- BC Games
Williams Lake secondary student bear sprayed at school
A Williams Lake Secondary student was sprayed in the face with bear spray outside the school Thursday.
A suspect, not from the school, arrived during lunch hour with a can of bear spray and was walking outside of the lower doors on the side of the school facing Comer Street.
A surveillance video shows that the student who was sprayed had walked outside to talk with the suspect, and was standing about 10 feet from the door when the suspect sprayed him, turned around and walked away.
Within seconds, vice-principal Curt Levens arrived on the scene and went outside to talk with the student.
The two walked back inside and while the student stayed with the hall monitor, staff members checked to make sure there weren’t any other kids hanging around outside with bear spray.
Once staff returned inside, they told the victim he needed to go and rinse his eyes, so his girlfriend accompanied him. While they were en route to the washroom two other students decided to go in and help.
One parent expressed concerns about how staff handled the incident.
Rosemarie Nali called the Tribune Thursday, concerned that her daughter and two other students went into the washroom with the victim when he went to wash his face and eyes.
Nali says the victim should have been accompanied by an adult and that no students should have been near him, especially after the area was evacuated.
“It should have been adults. That’s their job, that’s what they’re getting paid for. We’re trusting our kids in their hands,” Nali says, adding she doesn’t feel her daughter was safe.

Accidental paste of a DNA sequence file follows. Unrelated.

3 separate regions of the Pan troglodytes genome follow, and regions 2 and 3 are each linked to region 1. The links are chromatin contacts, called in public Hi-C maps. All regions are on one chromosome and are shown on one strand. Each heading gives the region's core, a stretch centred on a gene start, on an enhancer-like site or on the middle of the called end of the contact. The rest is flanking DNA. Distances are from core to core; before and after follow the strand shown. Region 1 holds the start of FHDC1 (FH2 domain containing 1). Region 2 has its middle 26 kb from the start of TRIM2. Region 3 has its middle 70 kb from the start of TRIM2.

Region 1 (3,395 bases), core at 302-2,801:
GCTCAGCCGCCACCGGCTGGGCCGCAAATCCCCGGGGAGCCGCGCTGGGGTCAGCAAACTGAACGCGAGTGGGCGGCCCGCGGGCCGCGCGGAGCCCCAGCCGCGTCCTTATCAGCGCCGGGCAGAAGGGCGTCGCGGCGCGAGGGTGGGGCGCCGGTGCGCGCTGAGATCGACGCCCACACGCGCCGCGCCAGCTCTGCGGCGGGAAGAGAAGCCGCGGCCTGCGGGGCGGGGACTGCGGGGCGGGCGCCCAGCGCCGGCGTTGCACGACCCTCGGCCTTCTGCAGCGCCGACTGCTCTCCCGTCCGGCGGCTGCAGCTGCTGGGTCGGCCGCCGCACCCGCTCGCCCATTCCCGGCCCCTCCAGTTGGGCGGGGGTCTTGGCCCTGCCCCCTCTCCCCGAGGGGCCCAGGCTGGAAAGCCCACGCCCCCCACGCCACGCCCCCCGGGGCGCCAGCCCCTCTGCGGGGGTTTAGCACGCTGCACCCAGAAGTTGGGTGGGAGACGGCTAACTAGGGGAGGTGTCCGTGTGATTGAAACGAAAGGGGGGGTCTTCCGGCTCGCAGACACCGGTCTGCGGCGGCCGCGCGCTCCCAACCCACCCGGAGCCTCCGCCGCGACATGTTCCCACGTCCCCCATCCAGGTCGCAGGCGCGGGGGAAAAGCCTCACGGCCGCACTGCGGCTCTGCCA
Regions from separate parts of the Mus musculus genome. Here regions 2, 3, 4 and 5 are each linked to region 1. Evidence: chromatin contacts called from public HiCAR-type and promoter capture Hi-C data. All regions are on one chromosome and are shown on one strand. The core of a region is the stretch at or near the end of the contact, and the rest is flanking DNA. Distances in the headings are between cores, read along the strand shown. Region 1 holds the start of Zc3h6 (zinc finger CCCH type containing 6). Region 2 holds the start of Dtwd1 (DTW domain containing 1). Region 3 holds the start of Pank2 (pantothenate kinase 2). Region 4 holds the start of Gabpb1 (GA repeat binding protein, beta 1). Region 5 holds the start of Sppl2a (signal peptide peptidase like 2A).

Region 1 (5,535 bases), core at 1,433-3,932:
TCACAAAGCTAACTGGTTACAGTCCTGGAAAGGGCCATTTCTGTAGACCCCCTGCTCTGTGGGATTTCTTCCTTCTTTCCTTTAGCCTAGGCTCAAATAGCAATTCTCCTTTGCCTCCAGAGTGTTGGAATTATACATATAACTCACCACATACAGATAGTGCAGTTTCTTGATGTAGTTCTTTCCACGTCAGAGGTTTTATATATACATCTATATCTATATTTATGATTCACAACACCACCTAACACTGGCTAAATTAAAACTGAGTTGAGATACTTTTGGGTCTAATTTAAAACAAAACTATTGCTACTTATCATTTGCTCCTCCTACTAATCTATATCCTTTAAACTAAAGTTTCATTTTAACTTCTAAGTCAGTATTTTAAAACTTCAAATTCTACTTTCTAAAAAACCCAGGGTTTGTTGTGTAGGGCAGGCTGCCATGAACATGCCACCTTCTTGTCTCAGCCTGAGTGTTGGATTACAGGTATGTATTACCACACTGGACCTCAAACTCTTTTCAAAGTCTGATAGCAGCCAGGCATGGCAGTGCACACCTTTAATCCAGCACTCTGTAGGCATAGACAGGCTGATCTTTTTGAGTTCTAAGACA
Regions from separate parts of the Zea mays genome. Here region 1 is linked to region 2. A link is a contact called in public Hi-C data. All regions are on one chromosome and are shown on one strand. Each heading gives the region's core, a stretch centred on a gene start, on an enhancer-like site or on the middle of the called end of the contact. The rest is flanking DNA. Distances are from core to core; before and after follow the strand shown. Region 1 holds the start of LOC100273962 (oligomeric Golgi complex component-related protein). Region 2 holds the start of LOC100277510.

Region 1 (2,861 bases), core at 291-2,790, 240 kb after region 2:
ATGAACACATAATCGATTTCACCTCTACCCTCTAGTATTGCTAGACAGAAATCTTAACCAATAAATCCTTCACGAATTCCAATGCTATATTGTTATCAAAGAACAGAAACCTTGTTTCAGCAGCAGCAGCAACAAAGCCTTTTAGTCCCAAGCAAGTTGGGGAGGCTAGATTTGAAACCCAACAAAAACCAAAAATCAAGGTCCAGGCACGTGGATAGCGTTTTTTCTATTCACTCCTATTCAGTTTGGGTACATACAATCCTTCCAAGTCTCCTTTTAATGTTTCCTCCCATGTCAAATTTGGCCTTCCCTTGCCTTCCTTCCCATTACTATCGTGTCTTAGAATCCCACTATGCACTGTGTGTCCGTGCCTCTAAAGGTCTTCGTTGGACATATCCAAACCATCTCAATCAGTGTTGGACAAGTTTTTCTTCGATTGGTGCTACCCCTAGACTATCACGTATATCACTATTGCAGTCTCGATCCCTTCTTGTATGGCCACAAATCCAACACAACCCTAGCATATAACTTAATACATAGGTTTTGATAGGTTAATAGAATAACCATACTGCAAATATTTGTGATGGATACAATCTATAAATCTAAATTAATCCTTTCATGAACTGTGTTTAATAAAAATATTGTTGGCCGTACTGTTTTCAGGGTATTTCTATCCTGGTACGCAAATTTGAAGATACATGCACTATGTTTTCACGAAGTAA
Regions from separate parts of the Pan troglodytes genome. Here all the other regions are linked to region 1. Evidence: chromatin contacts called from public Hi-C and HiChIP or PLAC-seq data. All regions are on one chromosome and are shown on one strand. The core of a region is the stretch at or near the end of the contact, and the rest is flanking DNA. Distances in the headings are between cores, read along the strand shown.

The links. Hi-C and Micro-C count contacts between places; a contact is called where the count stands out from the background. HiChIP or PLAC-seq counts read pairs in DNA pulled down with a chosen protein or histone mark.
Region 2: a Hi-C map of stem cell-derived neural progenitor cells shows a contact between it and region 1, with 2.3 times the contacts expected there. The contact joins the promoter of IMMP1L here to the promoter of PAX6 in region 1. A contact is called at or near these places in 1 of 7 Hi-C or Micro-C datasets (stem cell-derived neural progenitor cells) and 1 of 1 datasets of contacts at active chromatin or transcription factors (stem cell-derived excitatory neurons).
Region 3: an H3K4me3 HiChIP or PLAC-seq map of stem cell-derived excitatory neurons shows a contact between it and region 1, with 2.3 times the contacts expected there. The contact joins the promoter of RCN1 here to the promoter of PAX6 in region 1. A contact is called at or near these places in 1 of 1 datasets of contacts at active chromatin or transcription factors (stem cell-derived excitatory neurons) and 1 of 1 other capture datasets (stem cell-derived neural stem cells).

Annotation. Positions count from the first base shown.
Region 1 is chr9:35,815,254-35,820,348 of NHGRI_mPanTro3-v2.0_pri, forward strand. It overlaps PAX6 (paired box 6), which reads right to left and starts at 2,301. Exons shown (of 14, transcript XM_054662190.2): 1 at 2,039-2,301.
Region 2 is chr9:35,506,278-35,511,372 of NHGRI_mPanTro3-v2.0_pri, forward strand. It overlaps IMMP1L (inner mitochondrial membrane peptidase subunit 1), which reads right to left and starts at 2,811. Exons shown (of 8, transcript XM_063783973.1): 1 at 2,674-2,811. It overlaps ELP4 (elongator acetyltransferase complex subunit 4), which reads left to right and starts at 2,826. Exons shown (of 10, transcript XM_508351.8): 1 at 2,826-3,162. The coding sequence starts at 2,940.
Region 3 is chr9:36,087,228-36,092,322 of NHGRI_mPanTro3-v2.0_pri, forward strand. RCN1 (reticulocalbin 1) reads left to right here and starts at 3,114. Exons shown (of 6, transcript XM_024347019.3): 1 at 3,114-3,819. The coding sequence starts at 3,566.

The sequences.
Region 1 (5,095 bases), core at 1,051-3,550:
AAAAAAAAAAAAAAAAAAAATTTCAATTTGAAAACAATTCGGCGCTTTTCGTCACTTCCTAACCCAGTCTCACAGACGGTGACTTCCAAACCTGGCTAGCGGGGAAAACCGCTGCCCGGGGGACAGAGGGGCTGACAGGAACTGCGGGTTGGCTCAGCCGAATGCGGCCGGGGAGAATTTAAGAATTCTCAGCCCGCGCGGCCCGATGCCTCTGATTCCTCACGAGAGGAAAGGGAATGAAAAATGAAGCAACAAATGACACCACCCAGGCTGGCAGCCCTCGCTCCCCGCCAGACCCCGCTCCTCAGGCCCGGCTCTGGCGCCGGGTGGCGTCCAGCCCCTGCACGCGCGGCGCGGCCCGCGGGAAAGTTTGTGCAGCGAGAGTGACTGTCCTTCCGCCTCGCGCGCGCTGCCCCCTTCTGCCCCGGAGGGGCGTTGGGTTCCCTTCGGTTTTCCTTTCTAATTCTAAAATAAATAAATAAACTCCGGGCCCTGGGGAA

Principal Silvia Dubray, however, says she felt the incident was handled well.
Staff immediately evacuated the area, directing the students to go to other areas in the school because they were not certain whether there were other kids outside with bear spray.
Staff also opened the back doors and the gym doors to air out the area because the bear spray was filtering into the lower level of the school and causing some students to cough.
Dubray says the students were all co-operative.
“The kids were awesome yesterday,” Dubray said Friday. “They actually cleared out and we put teachers at both ends, because our school is in a circle in that area.”
Once the student had washed his face and eyes, he went home, changed because there was bear spray on his clothes, and returned to attend his final class for the day.
Williams Lake RCMP responded to a call about the incident just before 1 p.m. and shortly afterwards located and arrested the suspect who was later released to appear in Williams Lake court on April 25.
The school said the police will have access to surveillance camera footage of the entire bear-spraying incident.
The school has had surveillance cameras installed in six locations around the school for five years.
The incident occurred the day after administration held a safety assembly where they reminded students that, for safety reasons, they can’t wear ball caps or hoodies at school because it makes it difficult to identify them in person and on security camera footage.